So yes you are right that combat can highlight flaws that were never considered at design or testing stage. But even a non-expert like me can tell that the Stryker has flaws that should have been corrected before production.
April 5th, 2005  
thegrinch073
 
 
The Stryker and its technology is still being polishied up on. Eventually, the Stryker will be better suited for its role. Like all projects, it takes time.
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April 5th, 2005  
Charge 7
 
 
Anybody remember how many problems they had with the Bradley when it first came out? And that's just one among many such incidents with new equipment around the world.

Murphy's first law on technology is: "New systems mean new problems"
April 5th, 2005  
FO Seaman
 
 
Your right on the main gun and laser Doppleganger. Does anyone know what company makes it? And what main gun the 105mm? I though the US hadn't adopted the 25mm turret.


I don't know why these are flaws?

-Vehicle susceptable to RPG fire
-Added armor makes tires have to be checked 3 times daily to insure pressure isnt dangerously high or low.
-Seat belts do not fit soldiers wearing combat gear and/or body armor.
-Vehicle prone to rolling

The third one I can understand, but as someone said earlier what APC isn't susceptable to RPG fire? And the one on roll overs, samthing with the M113.
April 6th, 2005  
r031Button
 
 
I believe the main gun being refered to is either a .50 caliber HMG or a 40mm AGL fired via a remote weapons station.
April 6th, 2005  
cPFC/SAJROTC
 
When I said that a Stryker limits the range of the C-130, there was an article on Military.com, that states putting a full load of Strykers on the C-130 (vehicles, ammunition etc) cuts the C-130's range by nearly 1/2.

The main weapon I was referencing, while the caliber was not listed, was said to be "A 157,000 dollar grenade launcher"

As for being prone to rolling, we can build Hum-vees that are extremely ahrd to flip, but the Stryker is flipped. Look at it this way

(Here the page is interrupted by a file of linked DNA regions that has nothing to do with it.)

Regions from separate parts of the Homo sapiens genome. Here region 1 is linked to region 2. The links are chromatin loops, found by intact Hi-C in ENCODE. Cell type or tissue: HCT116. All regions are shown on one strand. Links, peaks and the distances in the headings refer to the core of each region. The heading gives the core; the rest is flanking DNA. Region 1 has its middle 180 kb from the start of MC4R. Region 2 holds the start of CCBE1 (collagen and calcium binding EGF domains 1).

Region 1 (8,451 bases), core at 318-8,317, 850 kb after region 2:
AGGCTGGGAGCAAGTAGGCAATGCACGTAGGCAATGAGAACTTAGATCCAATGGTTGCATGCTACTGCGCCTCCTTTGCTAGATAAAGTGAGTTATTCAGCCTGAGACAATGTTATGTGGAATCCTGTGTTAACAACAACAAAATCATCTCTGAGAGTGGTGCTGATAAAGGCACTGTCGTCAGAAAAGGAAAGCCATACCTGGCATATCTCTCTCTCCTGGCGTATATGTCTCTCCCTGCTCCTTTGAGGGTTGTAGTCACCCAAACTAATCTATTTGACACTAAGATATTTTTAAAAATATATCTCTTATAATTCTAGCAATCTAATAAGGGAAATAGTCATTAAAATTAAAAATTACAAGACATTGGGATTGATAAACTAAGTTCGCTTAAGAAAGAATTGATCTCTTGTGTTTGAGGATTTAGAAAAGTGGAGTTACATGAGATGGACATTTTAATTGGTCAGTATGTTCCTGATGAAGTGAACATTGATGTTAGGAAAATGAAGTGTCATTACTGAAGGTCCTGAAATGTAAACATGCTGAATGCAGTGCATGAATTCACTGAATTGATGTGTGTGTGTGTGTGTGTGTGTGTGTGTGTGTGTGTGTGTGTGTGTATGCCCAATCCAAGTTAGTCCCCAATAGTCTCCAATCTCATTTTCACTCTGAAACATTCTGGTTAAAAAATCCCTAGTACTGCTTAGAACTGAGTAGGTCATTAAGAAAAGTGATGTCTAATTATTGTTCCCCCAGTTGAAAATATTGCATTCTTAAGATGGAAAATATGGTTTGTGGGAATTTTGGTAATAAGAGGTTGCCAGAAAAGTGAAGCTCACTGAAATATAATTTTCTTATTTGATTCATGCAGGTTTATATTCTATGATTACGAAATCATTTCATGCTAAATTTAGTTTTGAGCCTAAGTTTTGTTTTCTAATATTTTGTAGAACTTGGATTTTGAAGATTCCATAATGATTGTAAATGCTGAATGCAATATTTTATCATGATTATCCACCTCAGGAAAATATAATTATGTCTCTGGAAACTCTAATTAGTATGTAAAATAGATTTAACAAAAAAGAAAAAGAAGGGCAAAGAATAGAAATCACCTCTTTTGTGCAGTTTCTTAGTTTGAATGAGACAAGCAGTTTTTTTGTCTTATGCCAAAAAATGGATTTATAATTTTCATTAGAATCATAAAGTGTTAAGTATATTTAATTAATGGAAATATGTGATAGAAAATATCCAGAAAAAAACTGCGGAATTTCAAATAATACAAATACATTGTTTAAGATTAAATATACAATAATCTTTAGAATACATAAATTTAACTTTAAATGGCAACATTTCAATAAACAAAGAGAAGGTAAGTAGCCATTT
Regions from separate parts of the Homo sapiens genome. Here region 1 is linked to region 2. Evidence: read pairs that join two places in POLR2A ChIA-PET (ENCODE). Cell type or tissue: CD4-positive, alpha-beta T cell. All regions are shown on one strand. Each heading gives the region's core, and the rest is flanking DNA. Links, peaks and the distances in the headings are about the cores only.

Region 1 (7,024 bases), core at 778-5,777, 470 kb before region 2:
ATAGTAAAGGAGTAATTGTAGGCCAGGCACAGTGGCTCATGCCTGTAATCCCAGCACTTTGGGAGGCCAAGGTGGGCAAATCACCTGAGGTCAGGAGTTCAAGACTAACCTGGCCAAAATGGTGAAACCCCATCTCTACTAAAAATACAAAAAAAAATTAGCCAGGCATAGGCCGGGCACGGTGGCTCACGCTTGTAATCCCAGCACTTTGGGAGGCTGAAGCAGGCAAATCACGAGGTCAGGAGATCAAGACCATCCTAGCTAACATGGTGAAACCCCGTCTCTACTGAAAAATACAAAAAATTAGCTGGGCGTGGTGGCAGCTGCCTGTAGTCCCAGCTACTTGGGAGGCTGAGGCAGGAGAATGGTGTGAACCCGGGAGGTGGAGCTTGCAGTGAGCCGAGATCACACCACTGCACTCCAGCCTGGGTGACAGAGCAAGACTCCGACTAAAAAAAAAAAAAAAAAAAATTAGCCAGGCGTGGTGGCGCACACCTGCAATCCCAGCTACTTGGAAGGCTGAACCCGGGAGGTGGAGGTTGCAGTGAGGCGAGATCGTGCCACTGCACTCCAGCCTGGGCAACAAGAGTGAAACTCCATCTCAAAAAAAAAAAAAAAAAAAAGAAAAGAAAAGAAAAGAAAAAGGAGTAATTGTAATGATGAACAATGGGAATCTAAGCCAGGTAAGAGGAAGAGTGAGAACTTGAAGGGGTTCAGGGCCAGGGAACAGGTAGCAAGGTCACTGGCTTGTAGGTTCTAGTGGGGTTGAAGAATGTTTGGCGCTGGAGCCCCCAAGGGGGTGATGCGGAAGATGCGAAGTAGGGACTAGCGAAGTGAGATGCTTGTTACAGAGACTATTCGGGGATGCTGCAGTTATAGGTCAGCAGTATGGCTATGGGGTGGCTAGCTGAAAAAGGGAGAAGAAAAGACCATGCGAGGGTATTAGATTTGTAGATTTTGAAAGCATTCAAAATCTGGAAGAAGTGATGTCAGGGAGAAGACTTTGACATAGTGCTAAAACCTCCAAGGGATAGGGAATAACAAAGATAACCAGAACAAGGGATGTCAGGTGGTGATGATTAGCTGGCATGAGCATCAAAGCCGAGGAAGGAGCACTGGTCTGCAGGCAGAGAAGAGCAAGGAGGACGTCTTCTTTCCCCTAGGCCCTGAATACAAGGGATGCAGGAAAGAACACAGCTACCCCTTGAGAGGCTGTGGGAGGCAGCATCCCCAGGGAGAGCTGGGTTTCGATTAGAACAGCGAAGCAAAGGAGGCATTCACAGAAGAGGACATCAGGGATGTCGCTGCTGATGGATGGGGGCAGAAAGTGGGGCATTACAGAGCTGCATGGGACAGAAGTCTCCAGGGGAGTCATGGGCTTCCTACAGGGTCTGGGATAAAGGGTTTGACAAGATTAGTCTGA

High End Sportscar : SUV :: Humvee : Stryker

The problem with Armor and RPG damage is these are flaws that I feel should have been spotted in trials. Espically when we're going to be putting our troops into these vehicles. Building a vehicle that can be shot through doesnt seem safe, nor does it seem very safe to have to bolt on armor and then check the tire pressure. [Extreme Example]: What would happen if all the tires blew out in a firefight because of pressure problems? A combat zone is not the place to have to change a flat, espically if your overengaged as is.

I agree though that the Stryker is still a work in progress, but I agree with a quote made by a Stryker crew member here, anonymously he said "I hope the Pentagon learns soon that the battlefield is no place to be testing experimental vehicles or vehicles with design flaws."

Same thing with the Osprey, which the USMC recently sent to final trials, they didnt deploy the Osprey into a combat zone on a broadscale until they were at least fairly sure it could handle it. The Stryker was rapidly pushed in while these design flaws weren't addressed as they should've been. How hard is it to produce a seatbelt that will fit a soldier wearing body armor? Does it take several YEARS to do that? That should've been corrected very early on, it should've never happened, but it definetely should not STILL be a problem for our soldiers.


SoldierTech Articles On Stryker's Limitations:

http://www.military.com/soldiertech/...ryker,,00.html
http://www.military.com/soldiertech/...yker2,,00.html
April 6th, 2005  
Charge 7
 
 
Upgrades on the way. Some now and all by 2007.

http://the.honoluluadvertiser.com/ar.../ln/ln16p.html
April 6th, 2005  
Snauhi
 
USA can copy those rpg nets too

April 6th, 2005  
Mikey
 
Not to put down the guys concerned with the RPG penetration issues of the stryker, but you got to remember it is a light (to medium) armored vehicle and not a main battle tank like the Abrams. The warheads of the old RPG-7 has come a long way and with the right warhead and with a good shooter, you could at easily disable a Abrams, let alone a Stryker. You got to remember that some of these insurgents either are the same insurgents that fought soviet tanks in the Afghanistan, and combine that with some ex-Iraqi 1991 army vets, and you probably some good knowledge and tatics on how to take out armored vehicle on their side. Before you put down the Stryker check out this interesting link on the RPG-7 and its tactical uses against armor. No weapon system is completely foolproof and unstoppable. The Stryker, like the M-16, the Sherman tank, and other weapons will have it flaws that will be improved on over time.

http://www.globalsecurity.org/milita...fantry-rpg.htm